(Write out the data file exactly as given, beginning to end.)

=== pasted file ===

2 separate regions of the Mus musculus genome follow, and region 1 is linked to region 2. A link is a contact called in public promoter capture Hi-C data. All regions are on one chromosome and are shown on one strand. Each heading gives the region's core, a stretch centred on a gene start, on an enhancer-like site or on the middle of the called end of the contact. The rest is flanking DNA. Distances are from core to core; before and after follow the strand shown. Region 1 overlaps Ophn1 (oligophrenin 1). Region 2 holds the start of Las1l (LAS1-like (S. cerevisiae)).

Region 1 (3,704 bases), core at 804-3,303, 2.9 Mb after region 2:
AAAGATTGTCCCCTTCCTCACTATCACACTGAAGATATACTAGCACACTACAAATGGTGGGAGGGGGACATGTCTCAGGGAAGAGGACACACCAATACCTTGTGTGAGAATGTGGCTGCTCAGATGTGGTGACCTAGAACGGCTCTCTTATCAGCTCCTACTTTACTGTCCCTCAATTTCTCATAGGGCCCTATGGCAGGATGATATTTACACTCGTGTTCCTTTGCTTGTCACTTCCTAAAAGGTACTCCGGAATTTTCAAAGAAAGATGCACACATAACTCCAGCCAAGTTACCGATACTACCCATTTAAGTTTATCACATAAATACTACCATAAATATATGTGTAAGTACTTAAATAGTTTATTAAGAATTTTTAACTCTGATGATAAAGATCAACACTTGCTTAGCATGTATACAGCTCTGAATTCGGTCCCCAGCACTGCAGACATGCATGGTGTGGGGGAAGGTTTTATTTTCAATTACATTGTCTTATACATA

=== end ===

2 separate regions of the Mus musculus genome follow, and region 1 is linked to region 2. A link is a contact called in public promoter capture Hi-C data. All regions are on one chromosome and are shown on one strand. Each heading gives the region's core, a stretch centred on a gene start, on an enhancer-like site or on the middle of the called end of the contact. The rest is flanking DNA. Distances are from core to core; before and after follow the strand shown. Region 1 overlaps Ophn1 (oligophrenin 1). Region 2 holds the start of Las1l (LAS1-like (S. cerevisiae)).

Region 1 (3,704 bases), core at 804-3,303, 2.9 Mb after region 2:
AAAGATTGTCCCCTTCCTCACTATCACACTGAAGATATACTAGCACACTACAAATGGTGGGAGGGGGACATGTCTCAGGGAAGAGGACACACCAATACCTTGTGTGAGAATGTGGCTGCTCAGATGTGGTGACCTAGAACGGCTCTCTTATCAGCTCCTACTTTACTGTCCCTCAATTTCTCATAGGGCCCTATGGCAGGATGATATTTACACTCGTGTTCCTTTGCTTGTCACTTCCTAAAAGGTACTCCGGAATTTTCAAAGAAAGATGCACACATAACTCCAGCCAAGTTACCGATACTACCCATTTAAGTTTATCACATAAATACTACCATAAATATATGTGTAAGTACTTAAATAGTTTATTAAGAATTTTTAACTCTGATGATAAAGATCAACACTTGCTTAGCATGTATACAGCTCTGAATTCGGTCCCCAGCACTGCAGACATGCATGGTGTGGGGGAAGGTTTTATTTTCAATTACATTGTCTTATACATA